31st January 2020
Effective leadership is extremely important to the success of any business.
Though some might find it slightly more natural to lead and influence, it takes time, persistence, and perseverance to lead people towards a shared purpose. Even then, the most seasoned leaders will always find ways to improve and add value.
But what exactly are the characteristics and behaviours that make an effective leader?
Leadership experts often list 6 leadership strengths that serve as a foundation to help you effectively lead, manage and motivate your team. These include vision, optimism, adaptability, communication, and self-belief.
Leadership means having the ability to see not only the realities in your organisation today, but also the future that lies ahead.
Vision in the workplace, by definition, is having a strong notion of where you are and where you want to be over time. This means setting a goal and planning strategically how to reach it without losing focus on your current objective.
Ask yourself – how will this business operate in three years? What are the trends that shape the market? How do we move quickly on opportunities?
Leaders who think ahead create a shared sense of purpose and direction that inspires people to look beyond what is asked and to achieve extraordinary results.
Good leaders are optimists, even on some of the worst days in the workplace. They see the bigger picture and rally others to overcome challenges and to continue moving forward.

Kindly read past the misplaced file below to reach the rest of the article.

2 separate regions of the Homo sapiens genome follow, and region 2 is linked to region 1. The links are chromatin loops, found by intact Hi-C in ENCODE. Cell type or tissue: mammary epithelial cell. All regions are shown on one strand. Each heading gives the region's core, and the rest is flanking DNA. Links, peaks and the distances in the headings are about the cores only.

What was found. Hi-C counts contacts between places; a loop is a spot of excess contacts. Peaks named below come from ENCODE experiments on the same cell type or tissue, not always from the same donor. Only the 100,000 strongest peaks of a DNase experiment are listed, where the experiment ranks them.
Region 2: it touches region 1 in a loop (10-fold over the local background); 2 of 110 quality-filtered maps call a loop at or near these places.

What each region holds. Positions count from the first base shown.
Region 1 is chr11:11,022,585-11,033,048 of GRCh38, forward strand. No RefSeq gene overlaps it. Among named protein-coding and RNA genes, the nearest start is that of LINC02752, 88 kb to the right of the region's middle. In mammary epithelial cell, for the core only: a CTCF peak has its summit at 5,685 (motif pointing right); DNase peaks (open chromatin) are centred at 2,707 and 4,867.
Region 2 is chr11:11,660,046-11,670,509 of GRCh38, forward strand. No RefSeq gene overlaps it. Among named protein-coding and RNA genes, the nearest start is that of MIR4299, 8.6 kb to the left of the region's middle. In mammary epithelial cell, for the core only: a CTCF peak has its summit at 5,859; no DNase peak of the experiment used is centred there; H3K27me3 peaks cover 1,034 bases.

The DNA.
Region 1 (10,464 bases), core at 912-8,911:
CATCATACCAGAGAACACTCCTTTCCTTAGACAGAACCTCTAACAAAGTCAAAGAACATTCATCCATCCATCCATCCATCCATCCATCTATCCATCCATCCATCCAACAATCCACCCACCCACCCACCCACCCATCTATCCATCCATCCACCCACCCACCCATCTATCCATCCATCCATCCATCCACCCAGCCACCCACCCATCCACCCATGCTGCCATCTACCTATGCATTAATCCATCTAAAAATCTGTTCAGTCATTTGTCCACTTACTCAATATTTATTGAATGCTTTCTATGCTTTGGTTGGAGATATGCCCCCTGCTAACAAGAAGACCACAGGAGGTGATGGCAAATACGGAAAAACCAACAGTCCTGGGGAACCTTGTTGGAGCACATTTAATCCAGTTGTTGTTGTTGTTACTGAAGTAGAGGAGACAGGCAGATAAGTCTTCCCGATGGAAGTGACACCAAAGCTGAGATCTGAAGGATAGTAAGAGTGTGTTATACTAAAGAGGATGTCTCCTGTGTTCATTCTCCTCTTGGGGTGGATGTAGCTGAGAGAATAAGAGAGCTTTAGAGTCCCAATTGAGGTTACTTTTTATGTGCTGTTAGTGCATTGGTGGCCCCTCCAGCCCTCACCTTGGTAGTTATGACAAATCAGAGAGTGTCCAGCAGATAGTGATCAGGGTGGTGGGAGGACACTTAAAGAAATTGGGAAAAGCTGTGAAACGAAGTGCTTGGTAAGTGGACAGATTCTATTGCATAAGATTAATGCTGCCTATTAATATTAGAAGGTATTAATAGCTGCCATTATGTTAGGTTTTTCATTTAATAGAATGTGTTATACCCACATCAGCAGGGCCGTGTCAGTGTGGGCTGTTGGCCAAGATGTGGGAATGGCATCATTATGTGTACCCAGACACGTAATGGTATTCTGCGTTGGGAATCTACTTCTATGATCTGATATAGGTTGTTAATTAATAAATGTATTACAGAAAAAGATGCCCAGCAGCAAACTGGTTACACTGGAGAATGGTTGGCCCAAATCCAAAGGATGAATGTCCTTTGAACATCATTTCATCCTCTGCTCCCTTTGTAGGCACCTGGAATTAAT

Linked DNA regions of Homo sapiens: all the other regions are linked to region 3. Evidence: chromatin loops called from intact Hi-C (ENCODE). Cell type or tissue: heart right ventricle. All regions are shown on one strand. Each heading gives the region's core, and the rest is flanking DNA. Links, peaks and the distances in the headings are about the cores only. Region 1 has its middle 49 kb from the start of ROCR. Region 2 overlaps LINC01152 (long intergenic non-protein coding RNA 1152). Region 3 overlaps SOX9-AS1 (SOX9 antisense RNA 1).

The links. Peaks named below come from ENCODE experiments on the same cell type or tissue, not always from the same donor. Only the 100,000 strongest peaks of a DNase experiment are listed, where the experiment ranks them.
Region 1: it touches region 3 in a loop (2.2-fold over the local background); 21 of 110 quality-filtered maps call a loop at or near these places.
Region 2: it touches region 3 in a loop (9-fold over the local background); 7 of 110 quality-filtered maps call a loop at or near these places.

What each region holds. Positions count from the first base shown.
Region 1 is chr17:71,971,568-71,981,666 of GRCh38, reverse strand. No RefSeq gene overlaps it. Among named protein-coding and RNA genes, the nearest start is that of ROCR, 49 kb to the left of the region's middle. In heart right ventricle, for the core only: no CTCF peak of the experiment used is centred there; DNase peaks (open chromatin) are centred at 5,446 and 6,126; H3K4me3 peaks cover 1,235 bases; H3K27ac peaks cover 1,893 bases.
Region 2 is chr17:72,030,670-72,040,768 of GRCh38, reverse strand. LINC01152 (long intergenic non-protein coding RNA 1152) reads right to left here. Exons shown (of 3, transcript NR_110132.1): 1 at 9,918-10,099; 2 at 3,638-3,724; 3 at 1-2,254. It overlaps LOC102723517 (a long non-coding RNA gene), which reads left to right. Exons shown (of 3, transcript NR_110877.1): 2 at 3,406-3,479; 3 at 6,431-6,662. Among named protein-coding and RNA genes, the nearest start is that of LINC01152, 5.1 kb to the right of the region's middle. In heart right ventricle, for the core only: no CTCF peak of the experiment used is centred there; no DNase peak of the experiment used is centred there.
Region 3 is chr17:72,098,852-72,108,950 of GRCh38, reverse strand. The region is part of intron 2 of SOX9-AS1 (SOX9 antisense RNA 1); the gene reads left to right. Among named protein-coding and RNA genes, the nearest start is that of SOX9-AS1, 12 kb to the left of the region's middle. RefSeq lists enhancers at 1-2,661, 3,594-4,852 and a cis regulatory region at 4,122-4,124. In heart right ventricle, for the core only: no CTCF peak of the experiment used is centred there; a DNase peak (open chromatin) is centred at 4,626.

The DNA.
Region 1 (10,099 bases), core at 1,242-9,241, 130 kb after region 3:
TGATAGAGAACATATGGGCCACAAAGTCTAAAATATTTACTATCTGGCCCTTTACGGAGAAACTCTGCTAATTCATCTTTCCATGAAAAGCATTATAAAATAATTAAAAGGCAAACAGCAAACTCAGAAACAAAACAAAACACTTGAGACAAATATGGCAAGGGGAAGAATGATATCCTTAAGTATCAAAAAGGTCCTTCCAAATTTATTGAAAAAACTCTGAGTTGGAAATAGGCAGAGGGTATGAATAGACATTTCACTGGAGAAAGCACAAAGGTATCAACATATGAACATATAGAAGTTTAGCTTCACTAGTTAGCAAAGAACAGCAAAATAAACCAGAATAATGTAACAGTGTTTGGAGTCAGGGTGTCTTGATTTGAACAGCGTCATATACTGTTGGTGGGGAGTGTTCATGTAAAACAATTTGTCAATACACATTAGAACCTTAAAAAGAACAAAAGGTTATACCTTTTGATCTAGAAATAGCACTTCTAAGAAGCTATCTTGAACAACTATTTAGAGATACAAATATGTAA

Robert Noyce, the co-founder of Intel, once said “Optimism is an essential ingredient of innovation. How else can the individual welcome change over security, and adventure over staying in safe places?”
Optimism allows you to see opportunities where others see despair.
An important piece of equipment may fail, or your workplace may go through an internal crisis. A pessimist might see this as an excuse for failure, an optimist would look beyond these setbacks as opportunities to learn and grow. A positive leader encourages employees when these circumstances take place and becomes a positive voice for others to move forward.
Adaptability refers to the ability to make the necessary shifts in thinking, behaviour, or implementation to fit a changing and uncertain situation, adapting and evolving along with the new trends in the workplace.
Utilising the example from the Optimism section above, good managers understand that when a vital piece of equipment breaks down, changes must be made to accommodate the repair of that machine.
They also know they may have to scrap their original plans altogether and create new ones to meet objectives and deadlines.
Adaptability is one of the leadership strengths that encourages innovation. It welcomes the continuous development of skills and processes that allows people to be proactive about change. It enables teams to identify potential risks and problems and offer solutions to counter the downside risk to your organisation.